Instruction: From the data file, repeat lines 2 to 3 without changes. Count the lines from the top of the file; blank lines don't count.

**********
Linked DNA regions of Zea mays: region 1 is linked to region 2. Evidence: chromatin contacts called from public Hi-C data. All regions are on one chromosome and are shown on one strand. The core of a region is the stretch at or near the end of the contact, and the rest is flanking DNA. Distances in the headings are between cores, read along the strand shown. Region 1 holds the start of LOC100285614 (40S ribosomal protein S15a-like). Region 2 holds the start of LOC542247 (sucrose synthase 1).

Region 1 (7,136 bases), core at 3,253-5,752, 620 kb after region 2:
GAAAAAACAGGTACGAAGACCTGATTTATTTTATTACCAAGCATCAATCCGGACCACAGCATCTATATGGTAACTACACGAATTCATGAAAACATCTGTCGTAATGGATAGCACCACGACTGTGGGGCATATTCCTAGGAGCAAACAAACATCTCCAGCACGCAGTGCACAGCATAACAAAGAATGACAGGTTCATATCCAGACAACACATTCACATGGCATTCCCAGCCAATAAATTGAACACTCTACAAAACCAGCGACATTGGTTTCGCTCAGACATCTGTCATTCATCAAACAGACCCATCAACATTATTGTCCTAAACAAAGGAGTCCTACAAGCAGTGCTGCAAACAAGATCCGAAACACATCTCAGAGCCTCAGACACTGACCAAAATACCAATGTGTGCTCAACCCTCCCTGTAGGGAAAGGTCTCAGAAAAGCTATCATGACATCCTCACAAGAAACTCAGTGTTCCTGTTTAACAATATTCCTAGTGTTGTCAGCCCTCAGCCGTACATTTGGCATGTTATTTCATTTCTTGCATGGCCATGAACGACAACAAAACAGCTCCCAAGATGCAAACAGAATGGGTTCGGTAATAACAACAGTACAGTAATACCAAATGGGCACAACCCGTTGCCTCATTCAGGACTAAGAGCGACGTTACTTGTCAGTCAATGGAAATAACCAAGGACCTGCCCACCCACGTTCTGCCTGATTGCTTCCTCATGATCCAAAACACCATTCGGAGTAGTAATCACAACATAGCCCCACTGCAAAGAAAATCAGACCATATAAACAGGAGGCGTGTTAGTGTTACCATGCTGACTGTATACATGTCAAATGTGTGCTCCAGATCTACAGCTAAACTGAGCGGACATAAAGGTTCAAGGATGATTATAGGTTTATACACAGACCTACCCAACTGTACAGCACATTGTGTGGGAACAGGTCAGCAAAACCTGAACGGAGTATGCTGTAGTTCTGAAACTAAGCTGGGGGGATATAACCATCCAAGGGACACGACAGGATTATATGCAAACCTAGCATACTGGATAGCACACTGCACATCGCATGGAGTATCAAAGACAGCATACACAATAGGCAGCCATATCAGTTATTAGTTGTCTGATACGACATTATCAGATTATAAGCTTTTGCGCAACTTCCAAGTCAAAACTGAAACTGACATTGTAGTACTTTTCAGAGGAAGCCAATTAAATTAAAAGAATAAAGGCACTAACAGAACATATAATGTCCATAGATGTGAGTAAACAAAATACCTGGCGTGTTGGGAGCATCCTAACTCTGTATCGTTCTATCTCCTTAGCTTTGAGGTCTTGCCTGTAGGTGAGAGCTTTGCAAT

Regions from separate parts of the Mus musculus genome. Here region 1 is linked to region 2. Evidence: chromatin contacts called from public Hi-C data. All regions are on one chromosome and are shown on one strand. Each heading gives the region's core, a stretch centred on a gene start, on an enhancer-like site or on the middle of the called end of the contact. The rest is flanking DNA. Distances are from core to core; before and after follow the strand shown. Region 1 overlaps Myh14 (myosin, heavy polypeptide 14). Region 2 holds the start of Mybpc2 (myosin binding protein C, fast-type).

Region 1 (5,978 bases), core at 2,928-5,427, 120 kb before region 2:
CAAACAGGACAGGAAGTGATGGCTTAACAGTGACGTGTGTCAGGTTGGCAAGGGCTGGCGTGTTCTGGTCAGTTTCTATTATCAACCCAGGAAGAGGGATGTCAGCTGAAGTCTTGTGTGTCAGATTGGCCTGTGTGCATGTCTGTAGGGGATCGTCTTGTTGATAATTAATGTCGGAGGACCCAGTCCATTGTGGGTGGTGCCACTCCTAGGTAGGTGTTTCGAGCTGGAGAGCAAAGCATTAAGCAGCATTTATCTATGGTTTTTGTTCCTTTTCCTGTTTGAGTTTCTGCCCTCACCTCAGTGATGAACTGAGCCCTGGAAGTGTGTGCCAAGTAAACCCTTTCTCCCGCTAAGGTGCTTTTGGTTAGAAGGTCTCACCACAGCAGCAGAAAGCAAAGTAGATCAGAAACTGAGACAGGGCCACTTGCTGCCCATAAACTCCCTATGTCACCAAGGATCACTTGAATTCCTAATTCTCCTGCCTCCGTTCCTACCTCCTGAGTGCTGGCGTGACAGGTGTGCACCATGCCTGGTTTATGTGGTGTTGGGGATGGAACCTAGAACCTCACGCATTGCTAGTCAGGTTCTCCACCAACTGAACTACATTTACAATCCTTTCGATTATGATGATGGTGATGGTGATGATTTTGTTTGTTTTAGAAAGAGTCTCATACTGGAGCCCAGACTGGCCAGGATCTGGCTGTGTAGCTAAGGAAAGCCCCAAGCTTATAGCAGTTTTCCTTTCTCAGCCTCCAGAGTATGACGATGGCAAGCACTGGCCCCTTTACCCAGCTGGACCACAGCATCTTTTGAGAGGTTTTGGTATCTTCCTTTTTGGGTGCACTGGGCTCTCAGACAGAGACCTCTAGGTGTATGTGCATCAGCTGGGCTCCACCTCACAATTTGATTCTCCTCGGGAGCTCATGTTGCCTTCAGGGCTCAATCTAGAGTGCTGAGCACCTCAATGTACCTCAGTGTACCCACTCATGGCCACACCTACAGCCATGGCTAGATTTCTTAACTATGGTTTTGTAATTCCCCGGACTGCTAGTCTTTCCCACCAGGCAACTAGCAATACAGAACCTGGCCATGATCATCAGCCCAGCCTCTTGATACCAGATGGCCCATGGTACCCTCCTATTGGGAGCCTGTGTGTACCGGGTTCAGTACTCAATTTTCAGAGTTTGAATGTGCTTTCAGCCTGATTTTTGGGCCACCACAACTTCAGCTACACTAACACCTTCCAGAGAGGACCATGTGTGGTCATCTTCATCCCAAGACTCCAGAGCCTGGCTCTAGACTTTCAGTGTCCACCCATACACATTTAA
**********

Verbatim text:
Region 1 (7,136 bases), core at 3,253-5,752, 620 kb after region 2:
GAAAAAACAGGTACGAAGACCTGATTTATTTTATTACCAAGCATCAATCCGGACCACAGCATCTATATGGTAACTACACGAATTCATGAAAACATCTGTCGTAATGGATAGCACCACGACTGTGGGGCATATTCCTAGGAGCAAACAAACATCTCCAGCACGCAGTGCACAGCATAACAAAGAATGACAGGTTCATATCCAGACAACACATTCACATGGCATTCCCAGCCAATAAATTGAACACTCTACAAAACCAGCGACATTGGTTTCGCTCAGACATCTGTCATTCATCAAACAGACCCATCAACATTATTGTCCTAAACAAAGGAGTCCTACAAGCAGTGCTGCAAACAAGATCCGAAACACATCTCAGAGCCTCAGACACTGACCAAAATACCAATGTGTGCTCAACCCTCCCTGTAGGGAAAGGTCTCAGAAAAGCTATCATGACATCCTCACAAGAAACTCAGTGTTCCTGTTTAACAATATTCCTAGTGTTGTCAGCCCTCAGCCGTACATTTGGCATGTTATTTCATTTCTTGCATGGCCATGAACGACAACAAAACAGCTCCCAAGATGCAAACAGAATGGGTTCGGTAATAACAACAGTACAGTAATACCAAATGGGCACAACCCGTTGCCTCATTCAGGACTAAGAGCGACGTTACTTGTCAGTCAATGGAAATAACCAAGGACCTGCCCACCCACGTTCTGCCTGATTGCTTCCTCATGATCCAAAACACCATTCGGAGTAGTAATCACAACATAGCCCCACTGCAAAGAAAATCAGACCATATAAACAGGAGGCGTGTTAGTGTTACCATGCTGACTGTATACATGTCAAATGTGTGCTCCAGATCTACAGCTAAACTGAGCGGACATAAAGGTTCAAGGATGATTATAGGTTTATACACAGACCTACCCAACTGTACAGCACATTGTGTGGGAACAGGTCAGCAAAACCTGAACGGAGTATGCTGTAGTTCTGAAACTAAGCTGGGGGGATATAACCATCCAAGGGACACGACAGGATTATATGCAAACCTAGCATACTGGATAGCACACTGCACATCGCATGGAGTATCAAAGACAGCATACACAATAGGCAGCCATATCAGTTATTAGTTGTCTGATACGACATTATCAGATTATAAGCTTTTGCGCAACTTCCAAGTCAAAACTGAAACTGACATTGTAGTACTTTTCAGAGGAAGCCAATTAAATTAAAAGAATAAAGGCACTAACAGAACATATAATGTCCATAGATGTGAGTAAACAAAATACCTGGCGTGTTGGGAGCATCCTAACTCTGTATCGTTCTATCTCCTTAGCTTTGAGGTCTTGCCTGTAGGTGAGAGCTTTGCAAT